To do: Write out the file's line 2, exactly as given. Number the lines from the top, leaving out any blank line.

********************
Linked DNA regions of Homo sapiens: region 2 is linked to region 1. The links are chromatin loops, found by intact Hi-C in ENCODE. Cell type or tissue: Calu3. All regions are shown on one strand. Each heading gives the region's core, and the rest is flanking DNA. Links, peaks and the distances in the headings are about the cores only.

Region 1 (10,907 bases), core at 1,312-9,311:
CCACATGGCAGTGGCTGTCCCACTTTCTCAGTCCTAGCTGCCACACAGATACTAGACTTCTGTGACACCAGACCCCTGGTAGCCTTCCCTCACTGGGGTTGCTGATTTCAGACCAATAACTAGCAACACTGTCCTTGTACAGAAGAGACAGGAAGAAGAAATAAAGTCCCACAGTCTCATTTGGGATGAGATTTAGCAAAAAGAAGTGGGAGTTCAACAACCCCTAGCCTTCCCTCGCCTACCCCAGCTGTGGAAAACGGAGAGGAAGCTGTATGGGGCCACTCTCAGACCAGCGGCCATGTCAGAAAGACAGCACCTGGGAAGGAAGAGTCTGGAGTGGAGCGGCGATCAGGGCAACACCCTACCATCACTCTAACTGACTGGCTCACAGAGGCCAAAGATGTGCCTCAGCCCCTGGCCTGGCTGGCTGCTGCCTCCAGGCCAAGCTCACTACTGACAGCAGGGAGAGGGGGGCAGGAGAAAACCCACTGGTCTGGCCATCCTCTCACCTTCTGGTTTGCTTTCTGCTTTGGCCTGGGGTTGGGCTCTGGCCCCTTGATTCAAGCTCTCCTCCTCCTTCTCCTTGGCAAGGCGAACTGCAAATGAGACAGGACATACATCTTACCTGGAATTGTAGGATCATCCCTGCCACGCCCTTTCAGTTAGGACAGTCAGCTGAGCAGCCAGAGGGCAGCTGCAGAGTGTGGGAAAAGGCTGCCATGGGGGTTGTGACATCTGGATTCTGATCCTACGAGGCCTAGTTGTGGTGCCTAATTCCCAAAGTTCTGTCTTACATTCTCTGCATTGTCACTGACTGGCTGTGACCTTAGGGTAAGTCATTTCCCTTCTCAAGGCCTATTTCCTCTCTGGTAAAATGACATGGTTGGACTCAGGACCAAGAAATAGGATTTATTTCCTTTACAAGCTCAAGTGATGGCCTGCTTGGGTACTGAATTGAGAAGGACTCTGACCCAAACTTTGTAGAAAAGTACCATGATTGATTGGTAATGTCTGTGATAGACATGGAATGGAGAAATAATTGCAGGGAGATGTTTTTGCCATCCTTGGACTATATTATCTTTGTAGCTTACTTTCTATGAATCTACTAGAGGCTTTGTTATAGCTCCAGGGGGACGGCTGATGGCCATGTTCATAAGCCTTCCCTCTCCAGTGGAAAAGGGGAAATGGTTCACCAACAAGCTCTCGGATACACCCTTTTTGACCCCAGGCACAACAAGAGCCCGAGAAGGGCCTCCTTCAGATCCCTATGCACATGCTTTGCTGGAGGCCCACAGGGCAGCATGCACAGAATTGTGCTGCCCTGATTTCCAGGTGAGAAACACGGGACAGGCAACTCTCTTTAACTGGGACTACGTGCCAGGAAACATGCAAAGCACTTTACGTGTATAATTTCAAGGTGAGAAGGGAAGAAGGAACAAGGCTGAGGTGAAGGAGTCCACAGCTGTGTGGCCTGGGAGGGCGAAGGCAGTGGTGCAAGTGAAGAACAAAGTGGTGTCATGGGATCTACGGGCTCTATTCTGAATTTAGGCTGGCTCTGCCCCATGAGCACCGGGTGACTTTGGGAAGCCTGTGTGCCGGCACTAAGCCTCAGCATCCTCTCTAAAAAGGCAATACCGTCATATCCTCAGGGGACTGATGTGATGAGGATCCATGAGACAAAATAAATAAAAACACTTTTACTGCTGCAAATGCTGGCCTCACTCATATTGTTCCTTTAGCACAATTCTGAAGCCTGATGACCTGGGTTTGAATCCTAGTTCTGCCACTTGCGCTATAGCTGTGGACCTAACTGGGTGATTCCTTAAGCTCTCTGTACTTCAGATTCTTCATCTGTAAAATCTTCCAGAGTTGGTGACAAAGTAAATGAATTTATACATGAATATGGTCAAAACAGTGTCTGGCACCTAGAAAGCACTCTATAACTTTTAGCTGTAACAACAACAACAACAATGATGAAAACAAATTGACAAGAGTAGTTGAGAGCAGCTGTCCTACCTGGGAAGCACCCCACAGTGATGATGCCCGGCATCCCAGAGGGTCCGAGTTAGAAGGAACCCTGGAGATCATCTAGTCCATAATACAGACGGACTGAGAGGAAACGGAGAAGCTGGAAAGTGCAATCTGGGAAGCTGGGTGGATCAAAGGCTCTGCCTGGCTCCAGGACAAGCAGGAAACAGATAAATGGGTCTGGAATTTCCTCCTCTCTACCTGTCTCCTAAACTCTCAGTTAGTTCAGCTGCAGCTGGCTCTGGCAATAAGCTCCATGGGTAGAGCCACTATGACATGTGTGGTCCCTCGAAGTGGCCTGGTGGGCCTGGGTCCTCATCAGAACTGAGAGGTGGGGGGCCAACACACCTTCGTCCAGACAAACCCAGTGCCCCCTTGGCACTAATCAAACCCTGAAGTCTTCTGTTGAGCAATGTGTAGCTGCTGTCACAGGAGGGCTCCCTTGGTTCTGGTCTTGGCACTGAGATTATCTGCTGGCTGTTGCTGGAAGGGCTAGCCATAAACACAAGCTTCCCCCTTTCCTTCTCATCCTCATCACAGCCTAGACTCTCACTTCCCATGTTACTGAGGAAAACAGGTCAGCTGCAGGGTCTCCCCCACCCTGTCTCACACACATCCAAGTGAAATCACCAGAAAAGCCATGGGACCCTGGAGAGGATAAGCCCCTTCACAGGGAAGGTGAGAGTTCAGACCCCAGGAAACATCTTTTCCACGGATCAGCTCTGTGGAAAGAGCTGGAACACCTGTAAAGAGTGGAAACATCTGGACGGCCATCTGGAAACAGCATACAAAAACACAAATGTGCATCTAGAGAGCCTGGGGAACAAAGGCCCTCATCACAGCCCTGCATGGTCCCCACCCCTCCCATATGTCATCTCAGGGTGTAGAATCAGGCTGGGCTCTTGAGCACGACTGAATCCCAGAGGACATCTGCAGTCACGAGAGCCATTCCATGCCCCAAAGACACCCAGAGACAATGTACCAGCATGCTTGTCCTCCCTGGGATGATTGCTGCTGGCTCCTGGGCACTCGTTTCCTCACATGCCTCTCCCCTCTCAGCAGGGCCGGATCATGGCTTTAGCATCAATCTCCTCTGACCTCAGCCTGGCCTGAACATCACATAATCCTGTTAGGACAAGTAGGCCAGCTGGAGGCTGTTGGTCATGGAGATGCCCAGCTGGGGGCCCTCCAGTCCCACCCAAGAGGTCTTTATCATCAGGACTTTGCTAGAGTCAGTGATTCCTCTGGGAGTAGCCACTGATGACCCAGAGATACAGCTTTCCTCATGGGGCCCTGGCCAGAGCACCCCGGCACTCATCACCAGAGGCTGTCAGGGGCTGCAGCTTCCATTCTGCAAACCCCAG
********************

Region 1 (10,907 bases), core at 1,312-9,311: